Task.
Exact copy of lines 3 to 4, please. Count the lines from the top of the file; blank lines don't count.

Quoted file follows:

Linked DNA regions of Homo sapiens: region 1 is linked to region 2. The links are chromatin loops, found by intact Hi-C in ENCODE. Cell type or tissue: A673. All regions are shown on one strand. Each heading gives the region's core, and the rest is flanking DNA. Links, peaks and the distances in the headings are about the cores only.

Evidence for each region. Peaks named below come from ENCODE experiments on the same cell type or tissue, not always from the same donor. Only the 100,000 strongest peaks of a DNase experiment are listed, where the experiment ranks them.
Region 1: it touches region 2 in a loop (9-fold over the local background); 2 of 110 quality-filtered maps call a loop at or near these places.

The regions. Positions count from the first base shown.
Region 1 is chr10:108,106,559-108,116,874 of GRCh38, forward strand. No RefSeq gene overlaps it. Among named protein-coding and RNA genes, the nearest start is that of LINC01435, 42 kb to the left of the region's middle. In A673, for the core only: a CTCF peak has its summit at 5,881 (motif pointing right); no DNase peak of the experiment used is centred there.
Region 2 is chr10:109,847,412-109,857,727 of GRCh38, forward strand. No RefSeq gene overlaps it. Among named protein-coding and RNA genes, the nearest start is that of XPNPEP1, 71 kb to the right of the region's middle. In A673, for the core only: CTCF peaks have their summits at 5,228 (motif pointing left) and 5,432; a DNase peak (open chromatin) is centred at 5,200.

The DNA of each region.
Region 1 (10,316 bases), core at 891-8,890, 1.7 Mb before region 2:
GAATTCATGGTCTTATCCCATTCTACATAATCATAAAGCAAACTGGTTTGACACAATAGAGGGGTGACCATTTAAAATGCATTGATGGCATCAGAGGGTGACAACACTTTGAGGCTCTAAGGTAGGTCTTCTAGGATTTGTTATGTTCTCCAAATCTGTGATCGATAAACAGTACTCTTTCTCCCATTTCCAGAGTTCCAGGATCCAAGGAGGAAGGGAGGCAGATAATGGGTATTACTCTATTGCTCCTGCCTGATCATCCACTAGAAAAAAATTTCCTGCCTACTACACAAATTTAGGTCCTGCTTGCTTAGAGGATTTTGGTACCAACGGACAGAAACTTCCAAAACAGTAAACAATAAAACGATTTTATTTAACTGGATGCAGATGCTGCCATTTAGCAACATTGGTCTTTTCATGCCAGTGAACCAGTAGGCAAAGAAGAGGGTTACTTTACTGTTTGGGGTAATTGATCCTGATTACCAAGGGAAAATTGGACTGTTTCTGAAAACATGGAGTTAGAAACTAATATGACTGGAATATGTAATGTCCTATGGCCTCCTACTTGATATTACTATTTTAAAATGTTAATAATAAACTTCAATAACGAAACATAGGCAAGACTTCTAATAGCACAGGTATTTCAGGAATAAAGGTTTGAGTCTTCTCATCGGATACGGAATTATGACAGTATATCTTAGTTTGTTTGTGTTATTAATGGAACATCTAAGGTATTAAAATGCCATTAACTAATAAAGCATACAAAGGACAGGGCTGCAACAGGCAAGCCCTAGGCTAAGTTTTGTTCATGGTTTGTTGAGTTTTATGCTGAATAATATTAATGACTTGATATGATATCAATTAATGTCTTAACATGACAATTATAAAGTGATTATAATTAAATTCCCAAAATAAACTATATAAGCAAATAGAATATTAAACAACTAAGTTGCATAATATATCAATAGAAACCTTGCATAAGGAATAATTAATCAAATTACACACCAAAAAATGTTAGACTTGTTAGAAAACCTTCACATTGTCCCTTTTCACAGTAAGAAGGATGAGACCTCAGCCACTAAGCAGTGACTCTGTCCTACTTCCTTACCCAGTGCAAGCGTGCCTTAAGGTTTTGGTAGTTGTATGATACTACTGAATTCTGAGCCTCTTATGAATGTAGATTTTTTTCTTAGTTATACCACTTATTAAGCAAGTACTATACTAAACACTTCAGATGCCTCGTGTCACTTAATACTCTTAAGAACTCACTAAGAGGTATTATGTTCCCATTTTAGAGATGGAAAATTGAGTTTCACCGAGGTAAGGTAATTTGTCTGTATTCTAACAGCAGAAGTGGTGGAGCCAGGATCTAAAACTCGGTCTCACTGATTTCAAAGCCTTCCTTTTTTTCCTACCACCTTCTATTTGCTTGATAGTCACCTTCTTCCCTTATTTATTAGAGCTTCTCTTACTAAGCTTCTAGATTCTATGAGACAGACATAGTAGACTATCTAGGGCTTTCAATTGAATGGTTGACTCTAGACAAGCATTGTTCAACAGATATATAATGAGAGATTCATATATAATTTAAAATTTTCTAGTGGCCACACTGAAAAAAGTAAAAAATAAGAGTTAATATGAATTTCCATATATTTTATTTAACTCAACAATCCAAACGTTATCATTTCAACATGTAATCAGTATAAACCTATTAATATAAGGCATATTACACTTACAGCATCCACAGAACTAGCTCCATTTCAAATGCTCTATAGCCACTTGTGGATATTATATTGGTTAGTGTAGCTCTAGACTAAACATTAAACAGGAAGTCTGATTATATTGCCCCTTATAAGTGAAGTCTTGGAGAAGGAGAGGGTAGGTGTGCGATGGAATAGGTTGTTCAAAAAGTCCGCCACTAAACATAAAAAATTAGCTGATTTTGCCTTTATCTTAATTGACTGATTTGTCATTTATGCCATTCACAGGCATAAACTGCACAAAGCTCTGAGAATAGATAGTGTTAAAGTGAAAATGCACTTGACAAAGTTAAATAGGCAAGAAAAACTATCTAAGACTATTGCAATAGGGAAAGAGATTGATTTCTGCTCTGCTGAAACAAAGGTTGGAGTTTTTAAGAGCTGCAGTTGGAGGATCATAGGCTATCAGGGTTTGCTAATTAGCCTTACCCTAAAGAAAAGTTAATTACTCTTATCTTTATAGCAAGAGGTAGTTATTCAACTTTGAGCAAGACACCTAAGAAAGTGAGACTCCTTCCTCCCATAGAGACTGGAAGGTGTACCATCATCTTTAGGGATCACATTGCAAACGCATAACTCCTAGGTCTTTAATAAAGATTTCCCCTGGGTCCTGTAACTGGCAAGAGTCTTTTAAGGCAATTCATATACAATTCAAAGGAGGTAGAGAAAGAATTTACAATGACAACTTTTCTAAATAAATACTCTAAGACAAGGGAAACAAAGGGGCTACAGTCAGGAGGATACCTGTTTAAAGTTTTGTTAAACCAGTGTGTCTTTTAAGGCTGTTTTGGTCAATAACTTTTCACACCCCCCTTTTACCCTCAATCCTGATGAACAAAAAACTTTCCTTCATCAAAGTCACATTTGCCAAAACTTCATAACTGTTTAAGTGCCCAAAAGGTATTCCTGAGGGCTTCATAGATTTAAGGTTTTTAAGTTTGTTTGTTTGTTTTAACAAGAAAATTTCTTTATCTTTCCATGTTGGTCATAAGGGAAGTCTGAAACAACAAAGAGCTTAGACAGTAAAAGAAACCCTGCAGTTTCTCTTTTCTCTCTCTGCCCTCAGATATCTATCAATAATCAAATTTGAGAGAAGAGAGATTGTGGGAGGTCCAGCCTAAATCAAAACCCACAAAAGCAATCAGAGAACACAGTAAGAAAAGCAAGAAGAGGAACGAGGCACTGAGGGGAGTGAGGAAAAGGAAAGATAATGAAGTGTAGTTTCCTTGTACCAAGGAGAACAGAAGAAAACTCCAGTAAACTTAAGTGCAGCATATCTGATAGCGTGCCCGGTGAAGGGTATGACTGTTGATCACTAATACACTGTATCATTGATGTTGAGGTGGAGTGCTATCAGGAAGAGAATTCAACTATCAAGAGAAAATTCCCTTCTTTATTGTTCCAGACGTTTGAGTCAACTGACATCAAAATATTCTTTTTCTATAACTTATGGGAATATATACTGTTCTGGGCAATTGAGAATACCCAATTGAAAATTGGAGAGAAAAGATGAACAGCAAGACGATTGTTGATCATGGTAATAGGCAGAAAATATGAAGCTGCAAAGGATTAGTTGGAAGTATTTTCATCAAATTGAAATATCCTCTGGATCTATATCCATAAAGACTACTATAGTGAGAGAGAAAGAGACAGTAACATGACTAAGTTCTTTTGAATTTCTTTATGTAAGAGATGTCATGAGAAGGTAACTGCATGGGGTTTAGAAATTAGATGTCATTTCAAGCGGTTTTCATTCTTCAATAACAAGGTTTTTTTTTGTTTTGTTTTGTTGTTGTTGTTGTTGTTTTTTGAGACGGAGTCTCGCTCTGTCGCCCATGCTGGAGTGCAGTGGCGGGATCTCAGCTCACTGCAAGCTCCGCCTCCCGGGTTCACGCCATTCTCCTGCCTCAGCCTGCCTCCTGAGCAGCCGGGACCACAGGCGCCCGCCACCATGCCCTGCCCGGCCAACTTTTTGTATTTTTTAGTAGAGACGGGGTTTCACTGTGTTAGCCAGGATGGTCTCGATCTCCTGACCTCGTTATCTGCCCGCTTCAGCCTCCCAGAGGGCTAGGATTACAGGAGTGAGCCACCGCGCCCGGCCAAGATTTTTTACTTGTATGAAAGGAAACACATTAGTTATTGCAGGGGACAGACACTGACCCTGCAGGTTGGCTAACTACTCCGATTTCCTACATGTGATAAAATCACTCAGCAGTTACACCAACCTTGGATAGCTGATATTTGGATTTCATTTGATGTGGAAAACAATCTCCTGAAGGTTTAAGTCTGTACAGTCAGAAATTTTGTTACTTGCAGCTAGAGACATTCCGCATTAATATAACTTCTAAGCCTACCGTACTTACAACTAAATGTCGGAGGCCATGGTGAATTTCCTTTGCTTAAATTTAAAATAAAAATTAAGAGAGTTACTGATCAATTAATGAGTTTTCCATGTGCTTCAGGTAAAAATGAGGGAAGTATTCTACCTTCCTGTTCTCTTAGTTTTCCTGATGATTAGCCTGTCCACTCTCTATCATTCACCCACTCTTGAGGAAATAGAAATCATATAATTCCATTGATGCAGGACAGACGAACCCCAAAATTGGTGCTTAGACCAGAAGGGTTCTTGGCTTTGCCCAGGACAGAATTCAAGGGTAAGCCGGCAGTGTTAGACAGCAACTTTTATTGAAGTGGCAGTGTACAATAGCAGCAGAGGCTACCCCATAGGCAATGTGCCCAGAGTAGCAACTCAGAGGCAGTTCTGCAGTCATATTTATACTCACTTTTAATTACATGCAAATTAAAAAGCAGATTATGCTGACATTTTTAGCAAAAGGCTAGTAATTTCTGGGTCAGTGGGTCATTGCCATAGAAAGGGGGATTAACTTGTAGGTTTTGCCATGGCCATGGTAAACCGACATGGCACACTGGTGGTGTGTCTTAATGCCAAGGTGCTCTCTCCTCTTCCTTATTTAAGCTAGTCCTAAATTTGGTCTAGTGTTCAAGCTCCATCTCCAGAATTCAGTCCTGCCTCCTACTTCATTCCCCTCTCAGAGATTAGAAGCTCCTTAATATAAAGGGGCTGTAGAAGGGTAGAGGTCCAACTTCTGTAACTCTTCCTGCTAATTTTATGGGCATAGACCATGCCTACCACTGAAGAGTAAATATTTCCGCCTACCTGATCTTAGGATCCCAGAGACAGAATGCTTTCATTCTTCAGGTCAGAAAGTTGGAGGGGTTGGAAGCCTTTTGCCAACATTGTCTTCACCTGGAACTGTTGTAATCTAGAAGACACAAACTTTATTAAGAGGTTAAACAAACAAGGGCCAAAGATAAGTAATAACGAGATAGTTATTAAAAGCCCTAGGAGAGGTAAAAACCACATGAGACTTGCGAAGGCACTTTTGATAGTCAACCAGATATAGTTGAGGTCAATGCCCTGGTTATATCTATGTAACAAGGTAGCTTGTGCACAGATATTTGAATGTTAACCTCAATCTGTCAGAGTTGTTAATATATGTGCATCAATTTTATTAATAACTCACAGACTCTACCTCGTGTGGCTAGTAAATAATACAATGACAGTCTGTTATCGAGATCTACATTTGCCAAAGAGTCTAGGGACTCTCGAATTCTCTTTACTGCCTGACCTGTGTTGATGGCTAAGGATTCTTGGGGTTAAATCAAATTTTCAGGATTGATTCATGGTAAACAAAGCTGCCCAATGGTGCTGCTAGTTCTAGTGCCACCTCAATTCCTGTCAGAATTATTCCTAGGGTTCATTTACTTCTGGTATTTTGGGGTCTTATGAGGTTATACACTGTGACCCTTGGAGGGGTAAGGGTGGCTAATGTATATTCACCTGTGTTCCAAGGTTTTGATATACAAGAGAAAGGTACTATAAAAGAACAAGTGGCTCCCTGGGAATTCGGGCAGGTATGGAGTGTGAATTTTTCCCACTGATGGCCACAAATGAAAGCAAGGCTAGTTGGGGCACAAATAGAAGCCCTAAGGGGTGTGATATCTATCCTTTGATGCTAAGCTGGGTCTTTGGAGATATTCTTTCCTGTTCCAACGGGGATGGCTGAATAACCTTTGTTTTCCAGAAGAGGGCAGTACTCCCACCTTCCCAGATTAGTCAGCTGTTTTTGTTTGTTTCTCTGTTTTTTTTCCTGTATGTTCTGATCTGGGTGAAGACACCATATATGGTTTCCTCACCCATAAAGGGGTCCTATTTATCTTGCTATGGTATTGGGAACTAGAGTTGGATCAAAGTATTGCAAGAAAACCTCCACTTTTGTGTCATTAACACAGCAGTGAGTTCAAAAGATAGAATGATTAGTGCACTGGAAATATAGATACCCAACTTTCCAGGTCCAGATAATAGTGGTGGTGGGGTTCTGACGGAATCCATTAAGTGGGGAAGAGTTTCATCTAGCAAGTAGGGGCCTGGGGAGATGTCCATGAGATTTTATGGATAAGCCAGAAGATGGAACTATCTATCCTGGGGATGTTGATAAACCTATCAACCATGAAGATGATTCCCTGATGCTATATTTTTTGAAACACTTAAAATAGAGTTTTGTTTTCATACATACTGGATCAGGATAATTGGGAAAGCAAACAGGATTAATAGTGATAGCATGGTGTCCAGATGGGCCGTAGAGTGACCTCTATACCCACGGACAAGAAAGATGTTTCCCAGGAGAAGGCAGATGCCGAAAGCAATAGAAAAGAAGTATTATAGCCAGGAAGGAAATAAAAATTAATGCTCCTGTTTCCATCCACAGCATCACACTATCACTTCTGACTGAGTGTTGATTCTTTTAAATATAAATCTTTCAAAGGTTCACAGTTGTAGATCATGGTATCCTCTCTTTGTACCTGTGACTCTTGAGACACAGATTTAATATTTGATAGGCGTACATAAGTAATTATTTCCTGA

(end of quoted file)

Region 1: it touches region 2 in a loop (9-fold over the local background); 2 of 110 quality-filtered maps call a loop at or near these places.

The regions. Positions count from the first base shown.